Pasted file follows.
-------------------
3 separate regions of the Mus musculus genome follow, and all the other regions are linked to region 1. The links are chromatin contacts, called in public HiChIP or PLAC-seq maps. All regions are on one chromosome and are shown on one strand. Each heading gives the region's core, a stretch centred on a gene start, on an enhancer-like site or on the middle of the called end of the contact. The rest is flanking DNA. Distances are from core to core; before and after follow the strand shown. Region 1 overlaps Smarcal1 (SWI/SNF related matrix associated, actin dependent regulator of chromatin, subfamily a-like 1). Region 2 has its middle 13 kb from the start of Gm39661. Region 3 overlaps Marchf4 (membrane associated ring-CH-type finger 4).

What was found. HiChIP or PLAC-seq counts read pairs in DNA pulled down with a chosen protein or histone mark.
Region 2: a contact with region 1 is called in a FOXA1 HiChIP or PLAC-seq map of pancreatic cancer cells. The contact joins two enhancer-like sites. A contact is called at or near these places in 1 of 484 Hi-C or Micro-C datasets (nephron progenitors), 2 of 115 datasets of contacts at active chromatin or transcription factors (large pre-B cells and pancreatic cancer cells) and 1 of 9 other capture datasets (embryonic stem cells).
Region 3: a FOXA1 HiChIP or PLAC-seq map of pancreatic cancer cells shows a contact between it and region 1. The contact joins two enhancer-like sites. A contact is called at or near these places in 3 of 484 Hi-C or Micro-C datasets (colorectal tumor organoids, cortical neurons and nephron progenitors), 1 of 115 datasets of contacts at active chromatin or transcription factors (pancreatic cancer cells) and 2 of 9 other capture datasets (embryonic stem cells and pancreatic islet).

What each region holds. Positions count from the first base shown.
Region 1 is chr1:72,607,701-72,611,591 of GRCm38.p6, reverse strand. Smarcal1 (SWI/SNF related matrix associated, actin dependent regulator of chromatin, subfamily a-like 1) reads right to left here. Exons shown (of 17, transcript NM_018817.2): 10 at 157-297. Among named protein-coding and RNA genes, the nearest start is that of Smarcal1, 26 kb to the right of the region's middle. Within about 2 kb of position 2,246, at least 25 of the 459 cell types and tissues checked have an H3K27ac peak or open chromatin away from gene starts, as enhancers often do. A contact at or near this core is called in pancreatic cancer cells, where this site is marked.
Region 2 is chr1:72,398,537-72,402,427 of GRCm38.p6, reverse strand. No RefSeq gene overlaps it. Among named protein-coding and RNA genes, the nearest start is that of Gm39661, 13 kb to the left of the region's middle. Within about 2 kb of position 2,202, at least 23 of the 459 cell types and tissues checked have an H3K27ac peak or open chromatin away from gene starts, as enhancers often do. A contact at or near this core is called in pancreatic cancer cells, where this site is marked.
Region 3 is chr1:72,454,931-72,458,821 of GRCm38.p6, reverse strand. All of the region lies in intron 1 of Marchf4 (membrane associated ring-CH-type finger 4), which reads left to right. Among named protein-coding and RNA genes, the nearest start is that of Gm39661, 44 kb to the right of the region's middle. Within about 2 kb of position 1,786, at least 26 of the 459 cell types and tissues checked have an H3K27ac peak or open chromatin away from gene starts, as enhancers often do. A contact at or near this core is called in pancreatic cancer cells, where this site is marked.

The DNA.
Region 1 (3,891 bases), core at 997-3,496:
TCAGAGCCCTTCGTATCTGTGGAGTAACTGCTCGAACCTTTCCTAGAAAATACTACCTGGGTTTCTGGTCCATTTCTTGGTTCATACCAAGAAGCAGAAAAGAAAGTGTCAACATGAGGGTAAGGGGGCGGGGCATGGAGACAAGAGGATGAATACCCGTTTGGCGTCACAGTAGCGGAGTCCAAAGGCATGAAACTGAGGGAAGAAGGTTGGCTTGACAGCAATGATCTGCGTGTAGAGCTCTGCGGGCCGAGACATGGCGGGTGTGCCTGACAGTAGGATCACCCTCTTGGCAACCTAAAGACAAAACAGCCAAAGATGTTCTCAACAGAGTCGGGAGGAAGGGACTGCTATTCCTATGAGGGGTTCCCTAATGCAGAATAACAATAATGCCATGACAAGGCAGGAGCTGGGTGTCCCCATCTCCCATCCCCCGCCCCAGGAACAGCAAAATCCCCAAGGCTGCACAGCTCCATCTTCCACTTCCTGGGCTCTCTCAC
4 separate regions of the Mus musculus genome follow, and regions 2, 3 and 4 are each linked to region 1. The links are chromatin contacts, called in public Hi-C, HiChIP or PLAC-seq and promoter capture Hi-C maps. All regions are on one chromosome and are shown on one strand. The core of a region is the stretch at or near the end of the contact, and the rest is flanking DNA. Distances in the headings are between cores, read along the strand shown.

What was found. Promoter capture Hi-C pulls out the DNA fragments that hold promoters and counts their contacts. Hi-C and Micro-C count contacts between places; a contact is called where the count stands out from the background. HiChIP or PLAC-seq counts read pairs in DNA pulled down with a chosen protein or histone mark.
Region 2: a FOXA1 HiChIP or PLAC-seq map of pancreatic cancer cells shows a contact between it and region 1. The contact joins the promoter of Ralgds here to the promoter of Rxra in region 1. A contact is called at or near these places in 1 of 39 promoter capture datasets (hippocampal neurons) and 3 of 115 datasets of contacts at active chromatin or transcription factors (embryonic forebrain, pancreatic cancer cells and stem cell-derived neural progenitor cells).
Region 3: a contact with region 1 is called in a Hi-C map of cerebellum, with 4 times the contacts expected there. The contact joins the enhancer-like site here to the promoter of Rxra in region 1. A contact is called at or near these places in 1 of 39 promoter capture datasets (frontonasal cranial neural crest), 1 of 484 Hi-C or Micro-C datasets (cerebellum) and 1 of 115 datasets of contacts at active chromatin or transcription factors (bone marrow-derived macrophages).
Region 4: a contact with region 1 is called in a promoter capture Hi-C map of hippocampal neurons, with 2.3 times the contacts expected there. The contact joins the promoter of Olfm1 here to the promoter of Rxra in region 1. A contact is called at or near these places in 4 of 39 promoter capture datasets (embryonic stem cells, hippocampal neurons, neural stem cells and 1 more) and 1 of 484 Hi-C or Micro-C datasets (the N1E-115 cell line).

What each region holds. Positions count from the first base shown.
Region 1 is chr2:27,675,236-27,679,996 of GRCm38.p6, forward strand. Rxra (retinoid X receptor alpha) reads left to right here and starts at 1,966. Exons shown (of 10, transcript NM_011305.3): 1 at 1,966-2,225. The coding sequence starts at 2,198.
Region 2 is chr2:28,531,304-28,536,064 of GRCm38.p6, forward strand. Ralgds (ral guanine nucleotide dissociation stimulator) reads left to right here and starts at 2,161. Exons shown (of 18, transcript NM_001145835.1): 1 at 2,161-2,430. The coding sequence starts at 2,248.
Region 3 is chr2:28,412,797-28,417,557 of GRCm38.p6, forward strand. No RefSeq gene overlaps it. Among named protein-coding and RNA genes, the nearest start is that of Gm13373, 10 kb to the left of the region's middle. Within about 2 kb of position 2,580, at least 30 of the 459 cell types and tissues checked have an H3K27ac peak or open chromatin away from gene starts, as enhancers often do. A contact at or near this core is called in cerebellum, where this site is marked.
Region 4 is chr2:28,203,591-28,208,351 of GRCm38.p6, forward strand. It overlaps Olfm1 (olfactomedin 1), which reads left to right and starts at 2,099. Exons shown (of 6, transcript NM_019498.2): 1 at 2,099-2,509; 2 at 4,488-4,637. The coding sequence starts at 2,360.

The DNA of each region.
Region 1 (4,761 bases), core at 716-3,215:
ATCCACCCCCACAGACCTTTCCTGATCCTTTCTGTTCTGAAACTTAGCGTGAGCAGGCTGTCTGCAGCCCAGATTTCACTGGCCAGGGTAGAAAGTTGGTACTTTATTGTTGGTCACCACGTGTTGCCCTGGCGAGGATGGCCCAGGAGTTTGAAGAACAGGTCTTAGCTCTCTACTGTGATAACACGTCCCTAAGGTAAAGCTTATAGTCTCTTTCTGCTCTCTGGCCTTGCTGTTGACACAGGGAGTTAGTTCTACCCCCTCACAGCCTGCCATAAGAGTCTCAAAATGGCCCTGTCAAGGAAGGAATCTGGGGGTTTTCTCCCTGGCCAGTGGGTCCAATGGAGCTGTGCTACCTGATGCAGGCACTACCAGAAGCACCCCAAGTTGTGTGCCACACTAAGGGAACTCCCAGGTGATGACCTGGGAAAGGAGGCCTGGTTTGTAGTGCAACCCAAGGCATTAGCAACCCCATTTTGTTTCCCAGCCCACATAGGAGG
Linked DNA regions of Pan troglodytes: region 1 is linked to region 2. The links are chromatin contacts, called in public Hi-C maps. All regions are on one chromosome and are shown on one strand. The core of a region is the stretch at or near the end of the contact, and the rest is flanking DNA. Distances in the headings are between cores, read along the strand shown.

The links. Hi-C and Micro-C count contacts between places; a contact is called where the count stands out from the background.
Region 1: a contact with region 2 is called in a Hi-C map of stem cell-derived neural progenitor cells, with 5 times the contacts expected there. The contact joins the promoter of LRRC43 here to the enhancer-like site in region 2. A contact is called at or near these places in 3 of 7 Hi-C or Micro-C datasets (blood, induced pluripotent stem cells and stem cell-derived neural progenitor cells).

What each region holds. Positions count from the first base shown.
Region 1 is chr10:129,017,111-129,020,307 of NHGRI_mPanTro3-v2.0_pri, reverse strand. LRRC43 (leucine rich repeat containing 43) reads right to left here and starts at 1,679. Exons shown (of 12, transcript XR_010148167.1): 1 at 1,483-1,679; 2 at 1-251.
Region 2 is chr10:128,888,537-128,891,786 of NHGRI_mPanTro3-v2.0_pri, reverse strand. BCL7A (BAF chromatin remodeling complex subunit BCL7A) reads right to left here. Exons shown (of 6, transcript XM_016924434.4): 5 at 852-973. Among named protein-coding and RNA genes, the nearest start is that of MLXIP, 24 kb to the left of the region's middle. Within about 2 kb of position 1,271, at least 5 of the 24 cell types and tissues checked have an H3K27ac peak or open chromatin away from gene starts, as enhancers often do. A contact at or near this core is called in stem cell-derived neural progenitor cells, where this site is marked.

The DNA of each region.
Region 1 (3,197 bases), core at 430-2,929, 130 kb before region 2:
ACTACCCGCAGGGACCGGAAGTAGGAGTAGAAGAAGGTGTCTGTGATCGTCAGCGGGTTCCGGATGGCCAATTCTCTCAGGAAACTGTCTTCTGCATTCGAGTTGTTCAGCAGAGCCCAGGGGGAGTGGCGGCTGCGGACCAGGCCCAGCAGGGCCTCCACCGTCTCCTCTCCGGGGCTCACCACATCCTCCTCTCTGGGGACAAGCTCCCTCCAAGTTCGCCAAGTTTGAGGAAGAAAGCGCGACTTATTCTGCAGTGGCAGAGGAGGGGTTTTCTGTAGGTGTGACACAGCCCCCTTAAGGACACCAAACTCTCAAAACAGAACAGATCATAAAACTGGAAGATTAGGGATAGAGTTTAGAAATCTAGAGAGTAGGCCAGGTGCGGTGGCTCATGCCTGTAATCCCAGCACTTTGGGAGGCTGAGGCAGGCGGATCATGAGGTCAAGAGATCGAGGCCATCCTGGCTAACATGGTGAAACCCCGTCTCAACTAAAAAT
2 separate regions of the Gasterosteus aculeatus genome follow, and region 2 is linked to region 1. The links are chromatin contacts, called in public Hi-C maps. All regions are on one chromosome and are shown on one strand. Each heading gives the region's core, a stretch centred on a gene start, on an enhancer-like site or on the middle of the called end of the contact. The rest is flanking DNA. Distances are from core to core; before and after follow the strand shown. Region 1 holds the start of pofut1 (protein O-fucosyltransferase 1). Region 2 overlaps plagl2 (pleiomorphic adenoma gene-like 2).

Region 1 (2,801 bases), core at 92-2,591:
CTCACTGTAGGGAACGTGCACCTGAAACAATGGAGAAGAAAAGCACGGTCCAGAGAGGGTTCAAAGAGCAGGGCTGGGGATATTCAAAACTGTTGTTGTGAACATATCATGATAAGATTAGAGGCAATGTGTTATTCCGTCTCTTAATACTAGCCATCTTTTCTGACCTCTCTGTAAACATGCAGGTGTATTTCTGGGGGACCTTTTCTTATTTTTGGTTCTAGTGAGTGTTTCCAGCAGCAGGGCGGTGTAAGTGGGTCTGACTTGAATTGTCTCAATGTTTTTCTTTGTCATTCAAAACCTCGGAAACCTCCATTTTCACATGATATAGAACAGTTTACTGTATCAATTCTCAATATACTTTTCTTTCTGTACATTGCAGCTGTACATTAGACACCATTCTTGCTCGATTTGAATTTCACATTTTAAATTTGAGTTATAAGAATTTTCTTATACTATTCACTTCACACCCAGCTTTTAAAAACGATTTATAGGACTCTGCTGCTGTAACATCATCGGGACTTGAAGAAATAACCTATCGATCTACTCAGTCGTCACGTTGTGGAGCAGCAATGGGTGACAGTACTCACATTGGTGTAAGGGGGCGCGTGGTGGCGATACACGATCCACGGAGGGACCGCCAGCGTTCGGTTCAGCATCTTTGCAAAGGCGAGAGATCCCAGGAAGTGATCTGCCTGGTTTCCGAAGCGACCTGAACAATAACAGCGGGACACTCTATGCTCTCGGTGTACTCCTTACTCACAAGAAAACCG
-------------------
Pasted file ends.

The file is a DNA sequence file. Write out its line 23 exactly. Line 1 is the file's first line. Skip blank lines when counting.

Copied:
Region 1 (4,761 bases), core at 716-3,215: